Monday, March 12, 2012

Review: Leaving Lukens

Title: Leaving Lukens
Author: Laura S. Wharton
Genre: historical romance
Price: $20
Publisher: Broad Creek Press
ISBN: 978-0983714804
Point of Sale: Amazon
Reviewed by: Chris Gerrib

Leaving Lukens is Laura S. Wharton’s second novel. The book was advertised to me as a romance set on the North Carolina coast during 1942, intermixed with exciting adventures with Nazi submariners. All those elements appeal to me, and they are in fact in the book, but the combination created by Ms. Wharton proved unappetizing at best.

The novel opens in the present day, with a group of senior citizens assembling for a boat ride to visit the abandoned town of Lukens, North Carolina, a spit of land cut off from the mainland by a marsh. Ella May Hutchins, unseen by all of the locals for fifty-eight years, shows up for the event. Chapter 2 and the rest of the story, save the last chapter, are an extended flashback of her youth on Lukens, when all of the excitement happens. Frankly, I found this structure useless, and would have much rather the novel started with the events of Chapter 2.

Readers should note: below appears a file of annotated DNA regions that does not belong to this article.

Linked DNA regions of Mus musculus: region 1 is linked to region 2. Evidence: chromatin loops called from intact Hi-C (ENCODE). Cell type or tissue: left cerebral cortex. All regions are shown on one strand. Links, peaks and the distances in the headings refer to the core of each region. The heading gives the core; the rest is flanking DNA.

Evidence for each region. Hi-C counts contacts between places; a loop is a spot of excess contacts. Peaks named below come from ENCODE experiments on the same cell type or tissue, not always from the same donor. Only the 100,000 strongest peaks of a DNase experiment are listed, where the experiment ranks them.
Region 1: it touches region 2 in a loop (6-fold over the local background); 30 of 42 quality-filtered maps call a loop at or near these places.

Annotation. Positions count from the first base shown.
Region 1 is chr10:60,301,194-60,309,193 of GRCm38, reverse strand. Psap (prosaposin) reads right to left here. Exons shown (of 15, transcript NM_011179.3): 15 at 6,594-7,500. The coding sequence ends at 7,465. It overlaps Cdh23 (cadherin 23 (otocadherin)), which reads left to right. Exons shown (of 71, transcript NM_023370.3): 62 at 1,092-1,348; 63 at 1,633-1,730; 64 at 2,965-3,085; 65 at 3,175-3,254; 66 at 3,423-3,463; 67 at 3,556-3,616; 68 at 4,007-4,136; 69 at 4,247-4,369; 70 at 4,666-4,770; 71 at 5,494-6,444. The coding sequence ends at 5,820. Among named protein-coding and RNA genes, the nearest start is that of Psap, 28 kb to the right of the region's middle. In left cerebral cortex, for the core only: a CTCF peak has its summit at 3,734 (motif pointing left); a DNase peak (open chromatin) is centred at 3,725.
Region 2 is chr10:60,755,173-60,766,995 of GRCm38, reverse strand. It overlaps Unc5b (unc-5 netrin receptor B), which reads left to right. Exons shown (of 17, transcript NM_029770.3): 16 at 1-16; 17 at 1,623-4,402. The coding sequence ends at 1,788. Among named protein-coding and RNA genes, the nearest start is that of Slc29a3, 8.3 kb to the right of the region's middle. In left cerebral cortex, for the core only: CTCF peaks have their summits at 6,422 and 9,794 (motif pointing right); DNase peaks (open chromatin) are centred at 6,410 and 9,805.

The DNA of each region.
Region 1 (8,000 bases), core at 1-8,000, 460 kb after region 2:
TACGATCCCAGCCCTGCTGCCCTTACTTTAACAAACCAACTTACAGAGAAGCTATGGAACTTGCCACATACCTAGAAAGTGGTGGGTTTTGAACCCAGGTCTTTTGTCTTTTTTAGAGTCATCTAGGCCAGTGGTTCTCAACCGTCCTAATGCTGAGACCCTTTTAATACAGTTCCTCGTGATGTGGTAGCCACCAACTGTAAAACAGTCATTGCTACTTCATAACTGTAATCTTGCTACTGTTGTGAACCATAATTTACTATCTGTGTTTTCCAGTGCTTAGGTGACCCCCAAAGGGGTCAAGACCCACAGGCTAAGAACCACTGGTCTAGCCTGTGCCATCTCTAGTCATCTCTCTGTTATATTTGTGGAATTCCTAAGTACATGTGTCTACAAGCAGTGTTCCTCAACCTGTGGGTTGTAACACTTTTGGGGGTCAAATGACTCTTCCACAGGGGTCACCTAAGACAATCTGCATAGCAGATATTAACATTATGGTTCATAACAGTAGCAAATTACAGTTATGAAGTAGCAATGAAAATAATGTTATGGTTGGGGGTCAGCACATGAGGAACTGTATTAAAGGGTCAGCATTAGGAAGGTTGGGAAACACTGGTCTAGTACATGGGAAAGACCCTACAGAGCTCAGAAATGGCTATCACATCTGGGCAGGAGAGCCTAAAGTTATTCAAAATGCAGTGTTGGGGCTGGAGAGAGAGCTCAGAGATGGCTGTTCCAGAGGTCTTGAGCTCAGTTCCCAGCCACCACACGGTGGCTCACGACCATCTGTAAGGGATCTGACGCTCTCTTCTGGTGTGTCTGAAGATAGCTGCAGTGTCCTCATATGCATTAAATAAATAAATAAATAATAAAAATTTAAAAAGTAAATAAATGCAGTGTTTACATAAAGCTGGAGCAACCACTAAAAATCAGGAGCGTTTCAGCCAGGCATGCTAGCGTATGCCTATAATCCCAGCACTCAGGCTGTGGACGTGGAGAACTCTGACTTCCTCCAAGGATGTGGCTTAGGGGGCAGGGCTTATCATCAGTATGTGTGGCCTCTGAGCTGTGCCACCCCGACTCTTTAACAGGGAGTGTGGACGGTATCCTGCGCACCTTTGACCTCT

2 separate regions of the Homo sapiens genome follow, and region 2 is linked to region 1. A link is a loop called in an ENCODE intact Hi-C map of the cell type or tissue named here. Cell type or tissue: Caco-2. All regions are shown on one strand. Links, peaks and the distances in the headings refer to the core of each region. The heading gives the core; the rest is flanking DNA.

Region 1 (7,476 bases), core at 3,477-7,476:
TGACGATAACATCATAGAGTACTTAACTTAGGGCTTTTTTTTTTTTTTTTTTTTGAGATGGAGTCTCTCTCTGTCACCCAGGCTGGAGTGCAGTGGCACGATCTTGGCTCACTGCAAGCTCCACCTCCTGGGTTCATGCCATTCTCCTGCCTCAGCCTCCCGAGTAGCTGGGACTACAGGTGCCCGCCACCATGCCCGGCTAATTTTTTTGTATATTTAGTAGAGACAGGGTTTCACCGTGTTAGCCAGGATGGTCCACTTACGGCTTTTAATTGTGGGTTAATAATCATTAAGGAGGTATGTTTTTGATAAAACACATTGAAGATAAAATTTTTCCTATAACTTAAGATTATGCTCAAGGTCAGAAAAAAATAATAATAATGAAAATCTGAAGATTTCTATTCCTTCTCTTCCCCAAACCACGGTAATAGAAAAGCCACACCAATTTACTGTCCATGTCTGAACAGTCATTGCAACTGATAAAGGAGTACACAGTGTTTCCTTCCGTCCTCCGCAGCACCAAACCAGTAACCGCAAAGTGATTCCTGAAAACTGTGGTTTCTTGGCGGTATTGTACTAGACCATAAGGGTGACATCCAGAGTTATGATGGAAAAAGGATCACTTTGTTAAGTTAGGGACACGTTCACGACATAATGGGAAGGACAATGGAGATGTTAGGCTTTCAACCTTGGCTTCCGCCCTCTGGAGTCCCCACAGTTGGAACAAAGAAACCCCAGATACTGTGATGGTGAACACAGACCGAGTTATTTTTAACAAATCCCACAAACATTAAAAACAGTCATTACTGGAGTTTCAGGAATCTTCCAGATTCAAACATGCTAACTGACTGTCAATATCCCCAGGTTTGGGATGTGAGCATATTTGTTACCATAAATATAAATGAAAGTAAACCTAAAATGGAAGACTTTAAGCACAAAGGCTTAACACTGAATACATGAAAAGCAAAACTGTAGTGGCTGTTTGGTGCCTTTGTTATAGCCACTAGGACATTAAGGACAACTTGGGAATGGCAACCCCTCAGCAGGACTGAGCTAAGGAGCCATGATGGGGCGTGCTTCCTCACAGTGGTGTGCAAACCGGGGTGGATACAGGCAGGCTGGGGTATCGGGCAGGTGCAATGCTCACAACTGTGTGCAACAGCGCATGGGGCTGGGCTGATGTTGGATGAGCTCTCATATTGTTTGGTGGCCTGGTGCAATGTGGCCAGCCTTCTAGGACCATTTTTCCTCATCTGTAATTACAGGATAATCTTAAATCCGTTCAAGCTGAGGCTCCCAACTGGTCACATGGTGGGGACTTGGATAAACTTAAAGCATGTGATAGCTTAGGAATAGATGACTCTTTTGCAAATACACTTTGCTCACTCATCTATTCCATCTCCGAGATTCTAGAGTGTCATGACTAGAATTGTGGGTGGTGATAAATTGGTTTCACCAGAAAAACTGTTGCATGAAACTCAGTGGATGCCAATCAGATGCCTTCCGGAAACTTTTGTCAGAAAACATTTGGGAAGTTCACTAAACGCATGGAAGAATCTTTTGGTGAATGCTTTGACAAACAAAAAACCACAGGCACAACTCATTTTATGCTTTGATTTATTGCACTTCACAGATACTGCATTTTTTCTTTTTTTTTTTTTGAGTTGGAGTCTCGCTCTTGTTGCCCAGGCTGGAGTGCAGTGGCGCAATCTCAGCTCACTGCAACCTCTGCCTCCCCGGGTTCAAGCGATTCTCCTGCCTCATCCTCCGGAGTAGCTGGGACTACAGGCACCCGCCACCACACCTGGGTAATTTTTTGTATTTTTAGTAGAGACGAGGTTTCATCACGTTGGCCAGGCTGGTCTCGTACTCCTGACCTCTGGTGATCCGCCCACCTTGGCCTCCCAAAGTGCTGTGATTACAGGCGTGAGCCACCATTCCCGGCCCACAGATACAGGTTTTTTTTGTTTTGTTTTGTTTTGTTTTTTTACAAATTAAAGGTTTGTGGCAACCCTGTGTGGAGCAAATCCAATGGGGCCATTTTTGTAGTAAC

My next problem with the book was, well, in Chapter 2. The promised Nazis make their appearance, with one Nazi grabbing Ella May as she walks through the woods at night. So far, so good. Then, they don’t appear again until two-thirds of the way through the book, where they are dispatched with shocking ease. It’s at this point we discover that Ella’s boyfriend, Griff, the one stranger in the tiny town of Lukens, is really a US spy. After the Nazis get sent away, the remainder of the book deals with Griff’s career troubles then closes with a convenient late-season hurricane.

Leaving Lukens is a historical romance, and I found the history problematic. For example, Griff refers to “The Pentagon.” That building wasn’t even built in 1942, and was not headquarters of the US military until 1943. Griff is involved in underwater salvage work for the Navy. He uses scuba gear (not invented until 1943) and a sonar set small enough to rig on a wooden sailboat, which didn’t exist back then either.

Unfortunately, the romance portion of the book didn’t work for me either. In a romance, one needs three characters, namely the two lovers and somebody trying to get between them. There was no such character in this book. So, lacking romance, conflict or historical accuracy, I found very little to like in Leaving Lukens.


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